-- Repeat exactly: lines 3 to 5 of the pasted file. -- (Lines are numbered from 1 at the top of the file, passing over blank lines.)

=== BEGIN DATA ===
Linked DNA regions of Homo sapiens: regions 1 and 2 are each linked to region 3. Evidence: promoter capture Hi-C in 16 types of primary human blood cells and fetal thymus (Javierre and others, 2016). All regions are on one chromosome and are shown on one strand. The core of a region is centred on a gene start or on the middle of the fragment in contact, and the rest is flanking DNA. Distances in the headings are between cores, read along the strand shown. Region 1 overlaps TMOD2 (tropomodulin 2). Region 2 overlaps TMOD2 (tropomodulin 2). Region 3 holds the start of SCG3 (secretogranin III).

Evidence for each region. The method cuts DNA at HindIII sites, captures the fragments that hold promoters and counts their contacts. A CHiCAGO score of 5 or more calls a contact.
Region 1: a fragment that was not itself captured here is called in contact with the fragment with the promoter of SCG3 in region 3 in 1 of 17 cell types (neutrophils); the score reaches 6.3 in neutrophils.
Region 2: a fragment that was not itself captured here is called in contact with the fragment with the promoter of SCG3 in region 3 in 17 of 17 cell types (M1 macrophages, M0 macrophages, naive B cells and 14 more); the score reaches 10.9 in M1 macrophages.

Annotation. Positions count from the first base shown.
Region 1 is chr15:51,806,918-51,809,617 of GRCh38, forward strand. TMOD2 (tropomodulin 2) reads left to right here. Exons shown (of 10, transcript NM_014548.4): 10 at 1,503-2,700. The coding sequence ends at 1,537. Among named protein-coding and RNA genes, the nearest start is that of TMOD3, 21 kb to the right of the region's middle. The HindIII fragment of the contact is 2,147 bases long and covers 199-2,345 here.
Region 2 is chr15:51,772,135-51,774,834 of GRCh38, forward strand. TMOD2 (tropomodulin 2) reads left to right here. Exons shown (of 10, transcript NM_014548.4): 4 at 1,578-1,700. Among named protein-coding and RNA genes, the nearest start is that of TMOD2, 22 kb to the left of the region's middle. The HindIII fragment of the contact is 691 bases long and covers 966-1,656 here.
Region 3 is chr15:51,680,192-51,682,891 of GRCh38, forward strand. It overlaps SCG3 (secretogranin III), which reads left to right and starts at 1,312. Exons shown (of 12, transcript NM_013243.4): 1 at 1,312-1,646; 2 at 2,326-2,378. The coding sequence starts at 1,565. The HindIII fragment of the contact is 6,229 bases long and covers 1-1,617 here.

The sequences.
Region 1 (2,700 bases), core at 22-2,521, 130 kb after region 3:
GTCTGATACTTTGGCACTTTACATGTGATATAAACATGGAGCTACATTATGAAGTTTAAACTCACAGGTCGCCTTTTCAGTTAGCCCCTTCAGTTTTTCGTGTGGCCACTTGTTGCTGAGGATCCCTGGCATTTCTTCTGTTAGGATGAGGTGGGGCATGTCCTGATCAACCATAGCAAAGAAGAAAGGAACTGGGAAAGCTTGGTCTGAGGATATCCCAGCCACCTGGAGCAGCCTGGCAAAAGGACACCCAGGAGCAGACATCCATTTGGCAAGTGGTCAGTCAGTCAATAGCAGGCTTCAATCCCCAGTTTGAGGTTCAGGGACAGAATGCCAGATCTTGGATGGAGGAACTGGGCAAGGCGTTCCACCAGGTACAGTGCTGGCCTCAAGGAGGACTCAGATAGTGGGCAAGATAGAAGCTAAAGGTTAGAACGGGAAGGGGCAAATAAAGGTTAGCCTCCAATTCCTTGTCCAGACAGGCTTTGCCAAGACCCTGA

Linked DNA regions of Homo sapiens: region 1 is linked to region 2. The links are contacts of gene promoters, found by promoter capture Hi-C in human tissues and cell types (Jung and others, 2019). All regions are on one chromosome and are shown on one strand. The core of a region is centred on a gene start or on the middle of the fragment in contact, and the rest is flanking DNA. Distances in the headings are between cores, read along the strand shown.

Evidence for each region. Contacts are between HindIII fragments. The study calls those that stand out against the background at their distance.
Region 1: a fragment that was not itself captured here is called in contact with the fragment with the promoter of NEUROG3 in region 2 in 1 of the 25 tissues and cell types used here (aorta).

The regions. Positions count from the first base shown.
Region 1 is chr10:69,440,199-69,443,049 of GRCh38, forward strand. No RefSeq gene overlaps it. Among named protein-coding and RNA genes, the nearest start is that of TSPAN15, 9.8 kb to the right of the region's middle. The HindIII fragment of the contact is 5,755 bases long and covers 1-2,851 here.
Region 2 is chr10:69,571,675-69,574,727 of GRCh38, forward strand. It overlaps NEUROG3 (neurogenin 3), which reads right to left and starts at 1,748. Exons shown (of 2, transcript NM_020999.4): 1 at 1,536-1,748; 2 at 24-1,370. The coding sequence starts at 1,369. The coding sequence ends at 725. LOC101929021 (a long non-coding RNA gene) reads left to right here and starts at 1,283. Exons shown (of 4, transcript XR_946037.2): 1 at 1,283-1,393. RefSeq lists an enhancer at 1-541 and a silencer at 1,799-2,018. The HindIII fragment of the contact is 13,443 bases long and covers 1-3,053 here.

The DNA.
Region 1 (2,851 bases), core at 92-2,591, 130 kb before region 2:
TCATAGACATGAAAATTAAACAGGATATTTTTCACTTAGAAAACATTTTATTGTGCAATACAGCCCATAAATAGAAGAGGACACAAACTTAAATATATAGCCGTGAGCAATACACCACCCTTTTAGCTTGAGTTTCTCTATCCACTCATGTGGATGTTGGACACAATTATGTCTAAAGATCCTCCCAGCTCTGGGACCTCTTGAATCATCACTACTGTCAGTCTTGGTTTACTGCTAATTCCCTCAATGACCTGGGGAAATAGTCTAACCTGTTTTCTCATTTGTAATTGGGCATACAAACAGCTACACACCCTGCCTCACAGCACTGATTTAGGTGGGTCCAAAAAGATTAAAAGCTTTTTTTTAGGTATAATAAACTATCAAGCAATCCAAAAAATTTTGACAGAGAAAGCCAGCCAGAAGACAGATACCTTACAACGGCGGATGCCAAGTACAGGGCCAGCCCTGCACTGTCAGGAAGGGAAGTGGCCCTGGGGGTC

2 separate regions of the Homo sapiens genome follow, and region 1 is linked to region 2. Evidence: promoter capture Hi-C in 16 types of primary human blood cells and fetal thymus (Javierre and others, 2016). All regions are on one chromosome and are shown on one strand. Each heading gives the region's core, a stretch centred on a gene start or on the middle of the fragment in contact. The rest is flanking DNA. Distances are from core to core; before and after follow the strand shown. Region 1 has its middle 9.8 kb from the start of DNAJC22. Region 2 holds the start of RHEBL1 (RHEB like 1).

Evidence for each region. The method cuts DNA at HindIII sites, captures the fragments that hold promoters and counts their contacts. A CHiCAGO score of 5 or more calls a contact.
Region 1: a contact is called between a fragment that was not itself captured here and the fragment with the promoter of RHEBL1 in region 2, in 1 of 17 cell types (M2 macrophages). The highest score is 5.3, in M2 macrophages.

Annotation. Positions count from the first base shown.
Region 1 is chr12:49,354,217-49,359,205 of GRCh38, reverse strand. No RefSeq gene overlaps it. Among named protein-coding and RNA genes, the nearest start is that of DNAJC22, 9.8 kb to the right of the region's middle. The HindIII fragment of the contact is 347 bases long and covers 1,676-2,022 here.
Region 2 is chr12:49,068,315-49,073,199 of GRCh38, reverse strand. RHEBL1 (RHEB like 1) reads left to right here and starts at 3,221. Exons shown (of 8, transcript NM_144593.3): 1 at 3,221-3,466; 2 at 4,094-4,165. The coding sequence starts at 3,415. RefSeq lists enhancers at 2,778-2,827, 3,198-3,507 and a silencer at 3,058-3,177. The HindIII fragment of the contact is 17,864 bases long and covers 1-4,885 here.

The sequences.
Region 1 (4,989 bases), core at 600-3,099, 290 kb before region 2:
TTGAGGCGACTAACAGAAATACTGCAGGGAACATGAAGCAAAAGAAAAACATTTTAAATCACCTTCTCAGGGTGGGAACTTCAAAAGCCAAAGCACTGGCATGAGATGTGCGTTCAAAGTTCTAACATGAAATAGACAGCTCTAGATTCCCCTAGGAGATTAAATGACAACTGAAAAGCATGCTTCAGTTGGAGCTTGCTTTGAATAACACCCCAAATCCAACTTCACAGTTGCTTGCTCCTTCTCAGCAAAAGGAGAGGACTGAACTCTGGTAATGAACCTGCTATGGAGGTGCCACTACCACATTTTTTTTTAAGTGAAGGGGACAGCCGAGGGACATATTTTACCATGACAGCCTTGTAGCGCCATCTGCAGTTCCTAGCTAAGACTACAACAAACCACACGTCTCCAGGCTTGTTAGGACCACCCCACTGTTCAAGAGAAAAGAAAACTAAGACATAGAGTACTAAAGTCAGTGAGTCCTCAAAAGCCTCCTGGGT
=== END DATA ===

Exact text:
Region 1: a fragment that was not itself captured here is called in contact with the fragment with the promoter of SCG3 in region 3 in 1 of 17 cell types (neutrophils); the score reaches 6.3 in neutrophils.
Region 2: a fragment that was not itself captured here is called in contact with the fragment with the promoter of SCG3 in region 3 in 17 of 17 cell types (M1 macrophages, M0 macrophages, naive B cells and 14 more); the score reaches 10.9 in M1 macrophages.

Annotation. Positions count from the first base shown.